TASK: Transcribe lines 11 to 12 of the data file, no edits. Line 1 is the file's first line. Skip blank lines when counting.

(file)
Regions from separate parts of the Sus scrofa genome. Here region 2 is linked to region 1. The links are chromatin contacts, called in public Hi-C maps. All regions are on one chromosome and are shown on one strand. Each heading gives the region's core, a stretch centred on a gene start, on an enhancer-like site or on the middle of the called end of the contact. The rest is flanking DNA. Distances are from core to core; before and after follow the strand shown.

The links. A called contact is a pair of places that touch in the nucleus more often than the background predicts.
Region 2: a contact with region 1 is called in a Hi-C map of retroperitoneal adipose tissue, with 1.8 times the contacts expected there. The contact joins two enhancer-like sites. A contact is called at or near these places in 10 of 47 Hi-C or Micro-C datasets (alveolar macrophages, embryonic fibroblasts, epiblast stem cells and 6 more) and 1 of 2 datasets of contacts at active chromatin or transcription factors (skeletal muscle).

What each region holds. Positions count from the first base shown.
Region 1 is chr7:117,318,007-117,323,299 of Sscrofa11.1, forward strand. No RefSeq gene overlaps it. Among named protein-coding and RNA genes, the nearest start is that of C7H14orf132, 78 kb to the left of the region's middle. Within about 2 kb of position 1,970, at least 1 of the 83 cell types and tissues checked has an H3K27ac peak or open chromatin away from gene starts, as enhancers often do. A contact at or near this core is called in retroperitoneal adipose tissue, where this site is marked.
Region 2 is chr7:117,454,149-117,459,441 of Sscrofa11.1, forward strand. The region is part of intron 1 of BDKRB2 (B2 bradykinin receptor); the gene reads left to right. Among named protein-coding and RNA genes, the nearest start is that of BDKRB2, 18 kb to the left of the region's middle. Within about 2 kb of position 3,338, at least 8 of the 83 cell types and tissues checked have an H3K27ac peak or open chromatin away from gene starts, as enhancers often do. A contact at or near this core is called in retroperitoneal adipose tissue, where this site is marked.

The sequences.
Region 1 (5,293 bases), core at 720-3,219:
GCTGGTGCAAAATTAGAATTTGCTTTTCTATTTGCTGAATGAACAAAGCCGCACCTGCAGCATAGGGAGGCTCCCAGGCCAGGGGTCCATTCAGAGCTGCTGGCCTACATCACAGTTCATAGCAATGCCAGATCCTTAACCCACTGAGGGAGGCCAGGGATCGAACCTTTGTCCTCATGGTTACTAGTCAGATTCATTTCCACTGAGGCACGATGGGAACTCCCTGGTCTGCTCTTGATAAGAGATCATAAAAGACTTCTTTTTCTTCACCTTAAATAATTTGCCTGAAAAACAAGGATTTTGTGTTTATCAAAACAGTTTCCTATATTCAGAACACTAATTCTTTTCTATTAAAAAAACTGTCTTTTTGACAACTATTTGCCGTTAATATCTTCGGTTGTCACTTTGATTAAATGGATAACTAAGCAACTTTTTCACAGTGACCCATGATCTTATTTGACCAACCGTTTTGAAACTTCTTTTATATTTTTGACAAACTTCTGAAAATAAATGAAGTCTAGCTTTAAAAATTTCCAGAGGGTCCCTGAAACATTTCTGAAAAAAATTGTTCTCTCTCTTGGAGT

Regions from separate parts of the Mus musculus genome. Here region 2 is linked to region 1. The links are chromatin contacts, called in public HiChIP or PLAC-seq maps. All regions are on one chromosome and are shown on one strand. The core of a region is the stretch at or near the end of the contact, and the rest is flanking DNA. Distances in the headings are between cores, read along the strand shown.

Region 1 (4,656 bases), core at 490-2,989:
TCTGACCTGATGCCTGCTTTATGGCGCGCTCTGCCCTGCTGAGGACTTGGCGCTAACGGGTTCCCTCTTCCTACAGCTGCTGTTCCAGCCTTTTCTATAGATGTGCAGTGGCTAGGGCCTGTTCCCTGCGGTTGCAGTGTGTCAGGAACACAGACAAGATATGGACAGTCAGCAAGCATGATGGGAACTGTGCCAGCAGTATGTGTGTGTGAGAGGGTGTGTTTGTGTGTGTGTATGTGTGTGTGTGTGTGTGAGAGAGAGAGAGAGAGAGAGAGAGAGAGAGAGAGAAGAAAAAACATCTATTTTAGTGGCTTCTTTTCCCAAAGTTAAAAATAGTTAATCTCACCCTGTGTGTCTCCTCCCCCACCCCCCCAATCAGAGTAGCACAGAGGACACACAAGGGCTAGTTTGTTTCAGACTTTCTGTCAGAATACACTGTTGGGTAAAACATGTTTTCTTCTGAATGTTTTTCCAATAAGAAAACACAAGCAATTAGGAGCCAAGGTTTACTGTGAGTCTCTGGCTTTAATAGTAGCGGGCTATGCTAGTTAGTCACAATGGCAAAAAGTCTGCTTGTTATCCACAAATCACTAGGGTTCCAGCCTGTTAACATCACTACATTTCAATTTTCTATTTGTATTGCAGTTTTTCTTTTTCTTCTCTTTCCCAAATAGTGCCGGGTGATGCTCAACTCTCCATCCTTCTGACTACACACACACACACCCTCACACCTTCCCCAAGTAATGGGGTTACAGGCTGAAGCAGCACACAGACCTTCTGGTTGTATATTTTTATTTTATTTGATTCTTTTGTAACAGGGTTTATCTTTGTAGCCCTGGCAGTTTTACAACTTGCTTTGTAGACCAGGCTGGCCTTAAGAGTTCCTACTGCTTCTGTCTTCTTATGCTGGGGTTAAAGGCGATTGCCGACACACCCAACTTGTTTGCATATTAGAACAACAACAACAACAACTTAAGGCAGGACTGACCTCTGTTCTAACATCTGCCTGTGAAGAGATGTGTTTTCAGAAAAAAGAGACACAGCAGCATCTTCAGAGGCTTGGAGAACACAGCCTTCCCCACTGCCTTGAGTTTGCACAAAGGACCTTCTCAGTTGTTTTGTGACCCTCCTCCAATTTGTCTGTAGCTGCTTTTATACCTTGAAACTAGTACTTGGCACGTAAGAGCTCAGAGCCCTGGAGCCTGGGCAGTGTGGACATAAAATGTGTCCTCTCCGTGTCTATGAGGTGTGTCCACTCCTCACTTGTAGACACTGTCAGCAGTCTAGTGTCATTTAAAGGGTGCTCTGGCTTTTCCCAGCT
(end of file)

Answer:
Region 1 (4,656 bases), core at 490-2,989:
TCTGACCTGATGCCTGCTTTATGGCGCGCTCTGCCCTGCTGAGGACTTGGCGCTAACGGGTTCCCTCTTCCTACAGCTGCTGTTCCAGCCTTTTCTATAGATGTGCAGTGGCTAGGGCCTGTTCCCTGCGGTTGCAGTGTGTCAGGAACACAGACAAGATATGGACAGTCAGCAAGCATGATGGGAACTGTGCCAGCAGTATGTGTGTGTGAGAGGGTGTGTTTGTGTGTGTGTATGTGTGTGTGTGTGTGTGAGAGAGAGAGAGAGAGAGAGAGAGAGAGAGAGAGAAGAAAAAACATCTATTTTAGTGGCTTCTTTTCCCAAAGTTAAAAATAGTTAATCTCACCCTGTGTGTCTCCTCCCCCACCCCCCCAATCAGAGTAGCACAGAGGACACACAAGGGCTAGTTTGTTTCAGACTTTCTGTCAGAATACACTGTTGGGTAAAACATGTTTTCTTCTGAATGTTTTTCCAATAAGAAAACACAAGCAATTAGGAGCCAAGGTTTACTGTGAGTCTCTGGCTTTAATAGTAGCGGGCTATGCTAGTTAGTCACAATGGCAAAAAGTCTGCTTGTTATCCACAAATCACTAGGGTTCCAGCCTGTTAACATCACTACATTTCAATTTTCTATTTGTATTGCAGTTTTTCTTTTTCTTCTCTTTCCCAAATAGTGCCGGGTGATGCTCAACTCTCCATCCTTCTGACTACACACACACACACCCTCACACCTTCCCCAAGTAATGGGGTTACAGGCTGAAGCAGCACACAGACCTTCTGGTTGTATATTTTTATTTTATTTGATTCTTTTGTAACAGGGTTTATCTTTGTAGCCCTGGCAGTTTTACAACTTGCTTTGTAGACCAGGCTGGCCTTAAGAGTTCCTACTGCTTCTGTCTTCTTATGCTGGGGTTAAAGGCGATTGCCGACACACCCAACTTGTTTGCATATTAGAACAACAACAACAACAACTTAAGGCAGGACTGACCTCTGTTCTAACATCTGCCTGTGAAGAGATGTGTTTTCAGAAAAAAGAGACACAGCAGCATCTTCAGAGGCTTGGAGAACACAGCCTTCCCCACTGCCTTGAGTTTGCACAAAGGACCTTCTCAGTTGTTTTGTGACCCTCCTCCAATTTGTCTGTAGCTGCTTTTATACCTTGAAACTAGTACTTGGCACGTAAGAGCTCAGAGCCCTGGAGCCTGGGCAGTGTGGACATAAAATGTGTCCTCTCCGTGTCTATGAGGTGTGTCCACTCCTCACTTGTAGACACTGTCAGCAGTCTAGTGTCATTTAAAGGGTGCTCTGGCTTTTCCCAGCT